Leslie Frazier was a good guy, a classy guy, and a lot of Viking players were sad to see him go. No one was sadder than Adrian Peterson, who recently confessed to ESPN.com’s Ben Goessling that Frazier’s firing hurt him so much, it made him no longer want to play for Minnesota:
“I wasn’t happy. I wasn’t feeling good about being here in Minnesota at the end of last season,” Peterson said in a wide-ranging interview with ESPN on Thursday. “Coaches change, but everything was shaken up.”
I get loyalty, I get the good-guy-Frazier thing, but wasn’t this reaction from Peterson a little much?
Personal feelings are one thing, but objectively, how could Peterson not look at the situation and recognize the need to make a change? You can love a guy and feel loyalty toward him, but you must also be able to stand back from the situation and realize when the team is headed in the wrong direction.
Leslie Frazier may have been good for the players on a personal level, a father-figure for them to reach out to in tough times, but he was also not a very effective head coach. He struggled in many areas vital to succeeding in that job: roster management, game management, coaching staff management, media management; he was weak-to-terrible in all four.
Frazier just wasn’t good, and even if you respect him as a man, you should be able to admit that objective fact.
That Peterson apparently was not able to see beyond his own personal connection to Frazier only proves again what I think we already learned a long time ago: players shouldn’t pick coaches.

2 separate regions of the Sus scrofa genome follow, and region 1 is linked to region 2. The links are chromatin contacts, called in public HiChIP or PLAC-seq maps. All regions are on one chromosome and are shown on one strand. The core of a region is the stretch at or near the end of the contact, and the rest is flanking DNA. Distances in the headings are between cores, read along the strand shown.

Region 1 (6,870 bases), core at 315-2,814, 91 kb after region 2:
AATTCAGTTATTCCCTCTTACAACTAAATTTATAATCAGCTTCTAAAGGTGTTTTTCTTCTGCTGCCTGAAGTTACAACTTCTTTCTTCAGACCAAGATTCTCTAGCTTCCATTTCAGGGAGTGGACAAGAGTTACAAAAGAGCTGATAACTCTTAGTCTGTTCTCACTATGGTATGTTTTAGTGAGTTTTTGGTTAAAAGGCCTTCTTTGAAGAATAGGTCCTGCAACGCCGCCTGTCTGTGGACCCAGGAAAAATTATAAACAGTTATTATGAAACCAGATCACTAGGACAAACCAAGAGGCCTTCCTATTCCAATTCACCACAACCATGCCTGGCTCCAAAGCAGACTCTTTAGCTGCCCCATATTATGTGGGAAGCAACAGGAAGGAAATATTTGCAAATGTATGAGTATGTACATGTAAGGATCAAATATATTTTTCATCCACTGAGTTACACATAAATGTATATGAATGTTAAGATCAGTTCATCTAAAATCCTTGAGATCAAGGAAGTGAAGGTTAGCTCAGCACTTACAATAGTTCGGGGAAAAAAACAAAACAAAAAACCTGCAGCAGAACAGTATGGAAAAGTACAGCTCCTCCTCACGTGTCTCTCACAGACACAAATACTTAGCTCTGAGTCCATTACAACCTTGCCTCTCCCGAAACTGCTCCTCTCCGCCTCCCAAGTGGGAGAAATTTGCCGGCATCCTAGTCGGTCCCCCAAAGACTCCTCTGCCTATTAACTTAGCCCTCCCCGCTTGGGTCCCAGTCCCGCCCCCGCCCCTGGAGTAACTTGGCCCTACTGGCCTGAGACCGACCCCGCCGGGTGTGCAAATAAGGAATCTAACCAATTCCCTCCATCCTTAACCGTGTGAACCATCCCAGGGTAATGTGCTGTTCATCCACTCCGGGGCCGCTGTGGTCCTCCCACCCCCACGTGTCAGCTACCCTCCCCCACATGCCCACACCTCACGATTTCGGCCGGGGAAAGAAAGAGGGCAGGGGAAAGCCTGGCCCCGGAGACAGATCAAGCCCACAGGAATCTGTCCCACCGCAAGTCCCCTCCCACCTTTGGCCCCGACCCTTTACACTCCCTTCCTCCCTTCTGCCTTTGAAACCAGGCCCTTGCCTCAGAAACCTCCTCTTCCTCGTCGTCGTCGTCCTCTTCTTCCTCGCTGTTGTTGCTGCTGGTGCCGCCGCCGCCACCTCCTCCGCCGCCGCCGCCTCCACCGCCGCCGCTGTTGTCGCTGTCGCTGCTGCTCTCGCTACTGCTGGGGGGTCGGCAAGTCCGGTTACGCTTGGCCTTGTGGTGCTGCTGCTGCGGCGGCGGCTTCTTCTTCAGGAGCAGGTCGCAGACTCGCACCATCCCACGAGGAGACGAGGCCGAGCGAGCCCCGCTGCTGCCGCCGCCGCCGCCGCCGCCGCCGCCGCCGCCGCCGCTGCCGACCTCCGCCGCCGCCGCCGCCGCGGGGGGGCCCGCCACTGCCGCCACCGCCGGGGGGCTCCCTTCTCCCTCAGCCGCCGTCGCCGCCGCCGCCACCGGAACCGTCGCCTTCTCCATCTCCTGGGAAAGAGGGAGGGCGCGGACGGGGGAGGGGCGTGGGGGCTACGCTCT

Rick Spielman made the right call in moving on from Leslie Frazier after last year’s mess. He was right not to listen to people like Peterson, who probably would have lobbied for Frazier to stay despite all the good reasons to move on.
We hear it all the time: it’s not personal, it’s business. But for players and sometimes coaches, it gets to be personal. Players want to hold on to coaches who aren’t very good, and coaches sometimes cling to players who aren’t very good, just because they like them.
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Frazier at times arguably showed too much loyalty toward his veterans. That loyalty may have inspired great reciprocal loyalty in his players, but sometimes loyalty can blind you and make you do stuff that isn’t ultimately good for the team. That’s why you need d–kheads like Rick Spielman in the front office, who can cut personal loyalty out of it and make the cold, hard decisions that need to be made.
It’s lovely that Peterson was so touched by Frazier, but Peterson is still wrong about Frazier as a coach. It would have been a disaster to keep Frazier. Bringing in Mike Zimmer and his team was the right move for the future of the Vikings.
Peterson appears to have gotten over his anger over Frazier’s ouster and embraced Zim and the new regime, saying to Goessling:
“That changed when these guys came in, and draft picks and different things like that. [I] bought back in, and I’ll let it ride out.”
The word “loyalty” gets thrown around too much by teams and fans, and is too often used to justify bad personnel decisions. There’s no doubt Peterson’s loyalty to Frazier is genuine, but that doesn’t make it any less misguided, when you look at the big picture.